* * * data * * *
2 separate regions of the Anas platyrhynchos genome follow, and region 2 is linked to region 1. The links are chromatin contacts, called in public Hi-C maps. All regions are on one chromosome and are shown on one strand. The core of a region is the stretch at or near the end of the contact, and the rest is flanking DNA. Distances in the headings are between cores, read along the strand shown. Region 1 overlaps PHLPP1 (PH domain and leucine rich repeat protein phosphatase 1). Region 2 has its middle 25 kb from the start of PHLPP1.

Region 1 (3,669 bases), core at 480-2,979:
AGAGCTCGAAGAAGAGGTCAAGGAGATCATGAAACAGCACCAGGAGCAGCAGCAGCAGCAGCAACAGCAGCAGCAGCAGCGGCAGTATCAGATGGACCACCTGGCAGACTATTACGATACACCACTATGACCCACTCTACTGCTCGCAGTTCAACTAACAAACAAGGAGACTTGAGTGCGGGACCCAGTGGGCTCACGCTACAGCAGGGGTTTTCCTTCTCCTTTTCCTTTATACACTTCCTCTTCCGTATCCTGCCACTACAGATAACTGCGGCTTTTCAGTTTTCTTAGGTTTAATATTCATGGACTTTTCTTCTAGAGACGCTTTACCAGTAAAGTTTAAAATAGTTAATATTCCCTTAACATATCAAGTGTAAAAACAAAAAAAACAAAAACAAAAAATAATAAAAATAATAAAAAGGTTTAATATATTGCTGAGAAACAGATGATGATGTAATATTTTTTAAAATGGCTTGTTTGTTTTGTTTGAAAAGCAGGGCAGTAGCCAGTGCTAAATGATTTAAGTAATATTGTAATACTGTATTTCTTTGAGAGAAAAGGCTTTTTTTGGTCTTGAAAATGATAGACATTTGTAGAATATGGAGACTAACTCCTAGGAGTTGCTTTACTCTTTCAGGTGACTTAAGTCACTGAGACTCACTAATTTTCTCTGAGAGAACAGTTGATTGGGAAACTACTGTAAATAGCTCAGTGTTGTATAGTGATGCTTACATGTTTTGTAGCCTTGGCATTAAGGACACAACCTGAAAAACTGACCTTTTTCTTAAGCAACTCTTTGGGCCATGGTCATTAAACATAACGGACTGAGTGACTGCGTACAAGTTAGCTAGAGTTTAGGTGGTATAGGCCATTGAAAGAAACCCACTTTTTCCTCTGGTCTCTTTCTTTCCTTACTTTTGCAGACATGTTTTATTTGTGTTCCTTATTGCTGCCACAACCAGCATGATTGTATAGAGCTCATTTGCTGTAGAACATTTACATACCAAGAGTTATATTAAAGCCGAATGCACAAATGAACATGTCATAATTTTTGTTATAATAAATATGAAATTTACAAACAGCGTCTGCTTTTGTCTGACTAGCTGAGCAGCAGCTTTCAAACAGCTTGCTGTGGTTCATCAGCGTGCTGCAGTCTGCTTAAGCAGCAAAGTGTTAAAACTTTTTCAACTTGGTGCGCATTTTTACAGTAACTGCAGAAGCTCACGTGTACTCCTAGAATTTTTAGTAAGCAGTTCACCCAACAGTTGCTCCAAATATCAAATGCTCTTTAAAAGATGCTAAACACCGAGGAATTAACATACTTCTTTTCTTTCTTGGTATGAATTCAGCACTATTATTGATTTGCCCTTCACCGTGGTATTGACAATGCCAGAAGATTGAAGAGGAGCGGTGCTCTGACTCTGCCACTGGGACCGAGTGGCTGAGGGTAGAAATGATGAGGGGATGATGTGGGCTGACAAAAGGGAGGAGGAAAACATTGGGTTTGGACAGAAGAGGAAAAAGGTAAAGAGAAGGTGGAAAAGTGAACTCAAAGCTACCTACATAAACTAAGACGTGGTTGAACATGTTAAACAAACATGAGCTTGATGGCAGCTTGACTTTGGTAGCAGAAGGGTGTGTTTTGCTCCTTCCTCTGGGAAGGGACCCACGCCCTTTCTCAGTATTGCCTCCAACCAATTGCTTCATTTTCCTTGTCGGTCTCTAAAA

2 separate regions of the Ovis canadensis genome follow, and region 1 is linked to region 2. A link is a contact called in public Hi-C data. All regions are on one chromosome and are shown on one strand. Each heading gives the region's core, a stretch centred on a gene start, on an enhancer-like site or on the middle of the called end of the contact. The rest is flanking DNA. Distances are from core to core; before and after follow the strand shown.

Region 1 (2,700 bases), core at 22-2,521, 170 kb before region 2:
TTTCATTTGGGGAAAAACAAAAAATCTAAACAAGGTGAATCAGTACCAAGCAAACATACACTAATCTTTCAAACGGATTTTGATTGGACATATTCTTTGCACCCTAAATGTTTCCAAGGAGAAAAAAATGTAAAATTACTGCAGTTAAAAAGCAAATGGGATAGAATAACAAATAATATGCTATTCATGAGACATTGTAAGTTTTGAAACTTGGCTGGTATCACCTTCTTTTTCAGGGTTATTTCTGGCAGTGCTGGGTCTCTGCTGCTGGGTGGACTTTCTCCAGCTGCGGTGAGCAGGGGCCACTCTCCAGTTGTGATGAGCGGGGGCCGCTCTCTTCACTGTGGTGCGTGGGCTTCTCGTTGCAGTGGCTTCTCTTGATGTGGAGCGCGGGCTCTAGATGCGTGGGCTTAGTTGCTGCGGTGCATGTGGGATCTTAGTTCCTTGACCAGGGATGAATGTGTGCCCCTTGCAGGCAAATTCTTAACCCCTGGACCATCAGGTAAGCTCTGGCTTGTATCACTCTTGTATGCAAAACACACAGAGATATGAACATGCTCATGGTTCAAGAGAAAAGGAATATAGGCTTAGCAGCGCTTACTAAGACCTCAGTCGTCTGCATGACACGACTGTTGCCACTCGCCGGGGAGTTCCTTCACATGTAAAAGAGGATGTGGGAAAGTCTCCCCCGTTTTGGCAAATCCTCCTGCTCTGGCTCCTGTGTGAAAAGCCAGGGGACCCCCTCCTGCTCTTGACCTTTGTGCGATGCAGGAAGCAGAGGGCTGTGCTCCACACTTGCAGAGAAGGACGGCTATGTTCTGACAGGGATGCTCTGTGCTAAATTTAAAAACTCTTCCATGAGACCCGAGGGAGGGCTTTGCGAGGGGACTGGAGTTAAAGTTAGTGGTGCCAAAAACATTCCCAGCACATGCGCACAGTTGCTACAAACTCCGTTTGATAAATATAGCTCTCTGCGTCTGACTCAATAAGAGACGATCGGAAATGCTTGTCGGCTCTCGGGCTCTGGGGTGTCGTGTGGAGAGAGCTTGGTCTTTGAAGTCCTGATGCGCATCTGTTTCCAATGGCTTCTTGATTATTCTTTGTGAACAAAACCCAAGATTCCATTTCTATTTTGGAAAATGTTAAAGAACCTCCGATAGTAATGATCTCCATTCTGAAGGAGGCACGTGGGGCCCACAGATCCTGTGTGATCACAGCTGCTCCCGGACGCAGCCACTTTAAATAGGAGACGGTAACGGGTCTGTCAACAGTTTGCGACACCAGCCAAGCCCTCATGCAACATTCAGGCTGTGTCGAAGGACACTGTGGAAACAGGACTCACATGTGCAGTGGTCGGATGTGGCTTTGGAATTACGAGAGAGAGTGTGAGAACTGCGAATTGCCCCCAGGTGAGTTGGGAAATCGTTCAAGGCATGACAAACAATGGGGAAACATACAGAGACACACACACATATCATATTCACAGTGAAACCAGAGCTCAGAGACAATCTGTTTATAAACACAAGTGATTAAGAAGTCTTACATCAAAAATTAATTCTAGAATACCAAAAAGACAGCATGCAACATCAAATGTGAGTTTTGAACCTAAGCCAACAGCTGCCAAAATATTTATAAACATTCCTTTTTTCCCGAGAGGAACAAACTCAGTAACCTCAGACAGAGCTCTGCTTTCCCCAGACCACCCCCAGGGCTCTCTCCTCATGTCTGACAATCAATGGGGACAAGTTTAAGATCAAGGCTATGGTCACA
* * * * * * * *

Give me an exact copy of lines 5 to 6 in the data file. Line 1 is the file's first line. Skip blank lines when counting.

Region 1 (2,700 bases), core at 22-2,521, 170 kb before region 2:
TTTCATTTGGGGAAAAACAAAAAATCTAAACAAGGTGAATCAGTACCAAGCAAACATACACTAATCTTTCAAACGGATTTTGATTGGACATATTCTTTGCACCCTAAATGTTTCCAAGGAGAAAAAAATGTAAAATTACTGCAGTTAAAAAGCAAATGGGATAGAATAACAAATAATATGCTATTCATGAGACATTGTAAGTTTTGAAACTTGGCTGGTATCACCTTCTTTTTCAGGGTTATTTCTGGCAGTGCTGGGTCTCTGCTGCTGGGTGGACTTTCTCCAGCTGCGGTGAGCAGGGGCCACTCTCCAGTTGTGATGAGCGGGGGCCGCTCTCTTCACTGTGGTGCGTGGGCTTCTCGTTGCAGTGGCTTCTCTTGATGTGGAGCGCGGGCTCTAGATGCGTGGGCTTAGTTGCTGCGGTGCATGTGGGATCTTAGTTCCTTGACCAGGGATGAATGTGTGCCCCTTGCAGGCAAATTCTTAACCCCTGGACCATCAGGTAAGCTCTGGCTTGTATCACTCTTGTATGCAAAACACACAGAGATATGAACATGCTCATGGTTCAAGAGAAAAGGAATATAGGCTTAGCAGCGCTTACTAAGACCTCAGTCGTCTGCATGACACGACTGTTGCCACTCGCCGGGGAGTTCCTTCACATGTAAAAGAGGATGTGGGAAAGTCTCCCCCGTTTTGGCAAATCCTCCTGCTCTGGCTCCTGTGTGAAAAGCCAGGGGACCCCCTCCTGCTCTTGACCTTTGTGCGATGCAGGAAGCAGAGGGCTGTGCTCCACACTTGCAGAGAAGGACGGCTATGTTCTGACAGGGATGCTCTGTGCTAAATTTAAAAACTCTTCCATGAGACCCGAGGGAGGGCTTTGCGAGGGGACTGGAGTTAAAGTTAGTGGTGCCAAAAACATTCCCAGCACATGCGCACAGTTGCTACAAACTCCGTTTGATAAATATAGCTCTCTGCGTCTGACTCAATAAGAGACGATCGGAAATGCTTGTCGGCTCTCGGGCTCTGGGGTGTCGTGTGGAGAGAGCTTGGTCTTTGAAGTCCTGATGCGCATCTGTTTCCAATGGCTTCTTGATTATTCTTTGTGAACAAAACCCAAGATTCCATTTCTATTTTGGAAAATGTTAAAGAACCTCCGATAGTAATGATCTCCATTCTGAAGGAGGCACGTGGGGCCCACAGATCCTGTGTGATCACAGCTGCTCCCGGACGCAGCCACTTTAAATAGGAGACGGTAACGGGTCTGTCAACAGTTTGCGACACCAGCCAAGCCCTCATGCAACATTCAGGCTGTGTCGAAGGACACTGTGGAAACAGGACTCACATGTGCAGTGGTCGGATGTGGCTTTGGAATTACGAGAGAGAGTGTGAGAACTGCGAATTGCCCCCAGGTGAGTTGGGAAATCGTTCAAGGCATGACAAACAATGGGGAAACATACAGAGACACACACACATATCATATTCACAGTGAAACCAGAGCTCAGAGACAATCTGTTTATAAACACAAGTGATTAAGAAGTCTTACATCAAAAATTAATTCTAGAATACCAAAAAGACAGCATGCAACATCAAATGTGAGTTTTGAACCTAAGCCAACAGCTGCCAAAATATTTATAAACATTCCTTTTTTCCCGAGAGGAACAAACTCAGTAACCTCAGACAGAGCTCTGCTTTCCCCAGACCACCCCCAGGGCTCTCTCCTCATGTCTGACAATCAATGGGGACAAGTTTAAGATCAAGGCTATGGTCACA